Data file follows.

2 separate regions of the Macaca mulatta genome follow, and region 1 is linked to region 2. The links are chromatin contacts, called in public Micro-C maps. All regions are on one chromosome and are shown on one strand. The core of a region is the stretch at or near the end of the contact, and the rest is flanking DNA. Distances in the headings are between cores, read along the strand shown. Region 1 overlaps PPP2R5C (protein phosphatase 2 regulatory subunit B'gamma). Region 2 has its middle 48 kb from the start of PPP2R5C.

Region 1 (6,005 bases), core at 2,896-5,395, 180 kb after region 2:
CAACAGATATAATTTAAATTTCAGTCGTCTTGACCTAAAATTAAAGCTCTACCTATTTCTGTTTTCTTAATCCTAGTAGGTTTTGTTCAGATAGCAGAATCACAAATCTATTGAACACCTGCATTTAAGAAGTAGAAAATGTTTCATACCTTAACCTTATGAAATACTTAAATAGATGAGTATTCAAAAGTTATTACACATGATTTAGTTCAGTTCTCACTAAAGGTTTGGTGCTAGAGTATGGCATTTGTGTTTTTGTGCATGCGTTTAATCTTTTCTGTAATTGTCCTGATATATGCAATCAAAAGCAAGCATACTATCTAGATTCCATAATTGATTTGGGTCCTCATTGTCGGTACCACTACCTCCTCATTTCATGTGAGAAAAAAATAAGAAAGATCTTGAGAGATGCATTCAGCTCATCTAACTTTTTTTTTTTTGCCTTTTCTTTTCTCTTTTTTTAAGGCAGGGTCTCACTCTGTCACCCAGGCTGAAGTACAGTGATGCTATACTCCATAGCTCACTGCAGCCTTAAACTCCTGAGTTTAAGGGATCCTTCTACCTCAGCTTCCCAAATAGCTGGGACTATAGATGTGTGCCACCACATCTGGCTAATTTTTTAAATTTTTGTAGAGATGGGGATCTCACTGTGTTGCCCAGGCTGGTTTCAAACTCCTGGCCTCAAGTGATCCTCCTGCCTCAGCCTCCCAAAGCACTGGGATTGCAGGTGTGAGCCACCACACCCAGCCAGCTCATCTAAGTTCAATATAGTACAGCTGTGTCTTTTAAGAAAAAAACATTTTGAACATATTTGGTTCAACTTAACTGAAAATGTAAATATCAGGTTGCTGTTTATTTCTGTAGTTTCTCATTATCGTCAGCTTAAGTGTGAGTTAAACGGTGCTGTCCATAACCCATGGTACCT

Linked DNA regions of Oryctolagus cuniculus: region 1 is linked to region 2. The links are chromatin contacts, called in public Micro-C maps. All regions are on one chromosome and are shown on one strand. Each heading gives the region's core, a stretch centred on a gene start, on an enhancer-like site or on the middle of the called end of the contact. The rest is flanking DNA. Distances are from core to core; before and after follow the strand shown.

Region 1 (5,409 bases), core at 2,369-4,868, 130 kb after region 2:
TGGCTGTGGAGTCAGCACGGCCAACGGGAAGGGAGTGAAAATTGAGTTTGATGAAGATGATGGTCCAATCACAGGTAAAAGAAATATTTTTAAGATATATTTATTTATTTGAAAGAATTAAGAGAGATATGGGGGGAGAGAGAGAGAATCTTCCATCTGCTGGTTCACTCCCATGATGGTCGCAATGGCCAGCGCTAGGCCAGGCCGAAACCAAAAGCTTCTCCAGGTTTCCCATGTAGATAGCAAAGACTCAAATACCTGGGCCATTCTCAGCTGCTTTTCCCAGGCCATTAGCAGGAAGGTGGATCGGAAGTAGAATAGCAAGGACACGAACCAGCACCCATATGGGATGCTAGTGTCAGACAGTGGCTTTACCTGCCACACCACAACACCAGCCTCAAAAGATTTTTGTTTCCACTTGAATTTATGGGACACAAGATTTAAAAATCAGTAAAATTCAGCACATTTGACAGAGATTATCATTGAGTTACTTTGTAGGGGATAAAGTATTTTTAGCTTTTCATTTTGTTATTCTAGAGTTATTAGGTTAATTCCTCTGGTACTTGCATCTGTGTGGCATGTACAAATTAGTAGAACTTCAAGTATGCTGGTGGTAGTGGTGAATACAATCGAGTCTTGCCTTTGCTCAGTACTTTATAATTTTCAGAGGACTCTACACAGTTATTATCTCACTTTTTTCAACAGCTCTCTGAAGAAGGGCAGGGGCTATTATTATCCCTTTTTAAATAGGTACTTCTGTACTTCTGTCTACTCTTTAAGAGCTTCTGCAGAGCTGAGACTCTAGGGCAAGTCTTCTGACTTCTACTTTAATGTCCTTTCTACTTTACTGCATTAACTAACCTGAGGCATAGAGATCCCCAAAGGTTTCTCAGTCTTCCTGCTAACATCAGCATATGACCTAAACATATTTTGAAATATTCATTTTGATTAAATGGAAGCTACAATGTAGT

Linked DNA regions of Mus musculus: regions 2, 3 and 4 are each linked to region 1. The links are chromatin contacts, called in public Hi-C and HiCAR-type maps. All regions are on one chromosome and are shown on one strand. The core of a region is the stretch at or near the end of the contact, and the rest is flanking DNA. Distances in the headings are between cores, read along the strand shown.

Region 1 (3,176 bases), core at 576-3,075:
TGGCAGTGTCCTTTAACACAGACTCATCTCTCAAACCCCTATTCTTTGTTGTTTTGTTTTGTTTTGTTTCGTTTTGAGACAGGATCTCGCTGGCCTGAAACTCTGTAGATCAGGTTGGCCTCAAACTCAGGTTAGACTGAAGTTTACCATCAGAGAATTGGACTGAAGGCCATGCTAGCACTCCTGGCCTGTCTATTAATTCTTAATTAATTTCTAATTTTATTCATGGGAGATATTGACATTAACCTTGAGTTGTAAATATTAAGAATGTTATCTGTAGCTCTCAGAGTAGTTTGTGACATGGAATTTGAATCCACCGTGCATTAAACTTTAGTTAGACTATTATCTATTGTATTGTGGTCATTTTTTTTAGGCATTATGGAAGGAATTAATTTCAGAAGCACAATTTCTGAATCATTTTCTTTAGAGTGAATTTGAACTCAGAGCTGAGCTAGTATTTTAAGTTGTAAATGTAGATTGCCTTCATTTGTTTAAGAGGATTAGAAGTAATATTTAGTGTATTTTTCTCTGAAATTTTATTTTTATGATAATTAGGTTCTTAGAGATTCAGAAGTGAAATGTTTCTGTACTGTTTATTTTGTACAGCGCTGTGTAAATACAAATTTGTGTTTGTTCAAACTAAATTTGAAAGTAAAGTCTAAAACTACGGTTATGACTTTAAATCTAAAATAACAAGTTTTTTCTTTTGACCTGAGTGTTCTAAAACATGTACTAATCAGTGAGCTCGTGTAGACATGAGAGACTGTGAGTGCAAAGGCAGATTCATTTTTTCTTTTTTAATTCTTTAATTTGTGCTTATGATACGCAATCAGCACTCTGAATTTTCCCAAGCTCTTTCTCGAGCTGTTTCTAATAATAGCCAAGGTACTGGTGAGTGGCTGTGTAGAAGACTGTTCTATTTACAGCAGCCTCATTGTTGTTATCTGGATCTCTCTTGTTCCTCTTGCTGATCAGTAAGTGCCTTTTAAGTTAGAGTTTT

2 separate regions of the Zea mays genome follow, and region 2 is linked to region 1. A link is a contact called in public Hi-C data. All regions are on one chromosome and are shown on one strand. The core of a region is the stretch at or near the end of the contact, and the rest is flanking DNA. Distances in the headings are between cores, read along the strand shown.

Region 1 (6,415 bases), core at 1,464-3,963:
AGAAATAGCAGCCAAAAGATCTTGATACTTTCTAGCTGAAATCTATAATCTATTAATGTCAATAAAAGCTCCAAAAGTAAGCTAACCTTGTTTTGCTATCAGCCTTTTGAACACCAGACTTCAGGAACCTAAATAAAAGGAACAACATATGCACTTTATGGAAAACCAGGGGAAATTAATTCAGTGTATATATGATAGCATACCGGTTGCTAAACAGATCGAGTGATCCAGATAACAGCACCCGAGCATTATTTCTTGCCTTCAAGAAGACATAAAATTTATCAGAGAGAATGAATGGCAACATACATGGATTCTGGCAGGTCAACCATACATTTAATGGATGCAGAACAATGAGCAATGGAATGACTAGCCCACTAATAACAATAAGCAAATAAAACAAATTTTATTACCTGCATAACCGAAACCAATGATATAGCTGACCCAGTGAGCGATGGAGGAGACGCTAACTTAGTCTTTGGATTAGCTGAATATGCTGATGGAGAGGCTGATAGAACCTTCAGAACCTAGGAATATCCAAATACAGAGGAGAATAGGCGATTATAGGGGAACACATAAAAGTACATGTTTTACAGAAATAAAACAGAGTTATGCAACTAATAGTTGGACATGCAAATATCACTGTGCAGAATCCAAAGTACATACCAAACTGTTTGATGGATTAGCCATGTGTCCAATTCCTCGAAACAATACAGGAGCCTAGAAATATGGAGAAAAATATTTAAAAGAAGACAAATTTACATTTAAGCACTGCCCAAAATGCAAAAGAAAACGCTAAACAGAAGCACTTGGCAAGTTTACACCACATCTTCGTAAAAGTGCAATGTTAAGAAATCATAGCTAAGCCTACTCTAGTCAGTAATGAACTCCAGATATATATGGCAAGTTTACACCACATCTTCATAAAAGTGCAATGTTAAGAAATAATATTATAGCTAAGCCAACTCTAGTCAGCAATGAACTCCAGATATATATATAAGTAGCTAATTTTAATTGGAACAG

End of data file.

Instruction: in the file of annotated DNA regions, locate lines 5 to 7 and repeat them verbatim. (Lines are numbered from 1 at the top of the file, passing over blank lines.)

Region 1 (5,409 bases), core at 2,369-4,868, 130 kb after region 2:
TGGCTGTGGAGTCAGCACGGCCAACGGGAAGGGAGTGAAAATTGAGTTTGATGAAGATGATGGTCCAATCACAGGTAAAAGAAATATTTTTAAGATATATTTATTTATTTGAAAGAATTAAGAGAGATATGGGGGGAGAGAGAGAGAATCTTCCATCTGCTGGTTCACTCCCATGATGGTCGCAATGGCCAGCGCTAGGCCAGGCCGAAACCAAAAGCTTCTCCAGGTTTCCCATGTAGATAGCAAAGACTCAAATACCTGGGCCATTCTCAGCTGCTTTTCCCAGGCCATTAGCAGGAAGGTGGATCGGAAGTAGAATAGCAAGGACACGAACCAGCACCCATATGGGATGCTAGTGTCAGACAGTGGCTTTACCTGCCACACCACAACACCAGCCTCAAAAGATTTTTGTTTCCACTTGAATTTATGGGACACAAGATTTAAAAATCAGTAAAATTCAGCACATTTGACAGAGATTATCATTGAGTTACTTTGTAGGGGATAAAGTATTTTTAGCTTTTCATTTTGTTATTCTAGAGTTATTAGGTTAATTCCTCTGGTACTTGCATCTGTGTGGCATGTACAAATTAGTAGAACTTCAAGTATGCTGGTGGTAGTGGTGAATACAATCGAGTCTTGCCTTTGCTCAGTACTTTATAATTTTCAGAGGACTCTACACAGTTATTATCTCACTTTTTTCAACAGCTCTCTGAAGAAGGGCAGGGGCTATTATTATCCCTTTTTAAATAGGTACTTCTGTACTTCTGTCTACTCTTTAAGAGCTTCTGCAGAGCTGAGACTCTAGGGCAAGTCTTCTGACTTCTACTTTAATGTCCTTTCTACTTTACTGCATTAACTAACCTGAGGCATAGAGATCCCCAAAGGTTTCTCAGTCTTCCTGCTAACATCAGCATATGACCTAAACATATTTTGAAATATTCATTTTGATTAAATGGAAGCTACAATGTAGT

Linked DNA regions of Mus musculus: regions 2, 3 and 4 are each linked to region 1. The links are chromatin contacts, called in public Hi-C and HiCAR-type maps. All regions are on one chromosome and are shown on one strand. The core of a region is the stretch at or near the end of the contact, and the rest is flanking DNA. Distances in the headings are between cores, read along the strand shown.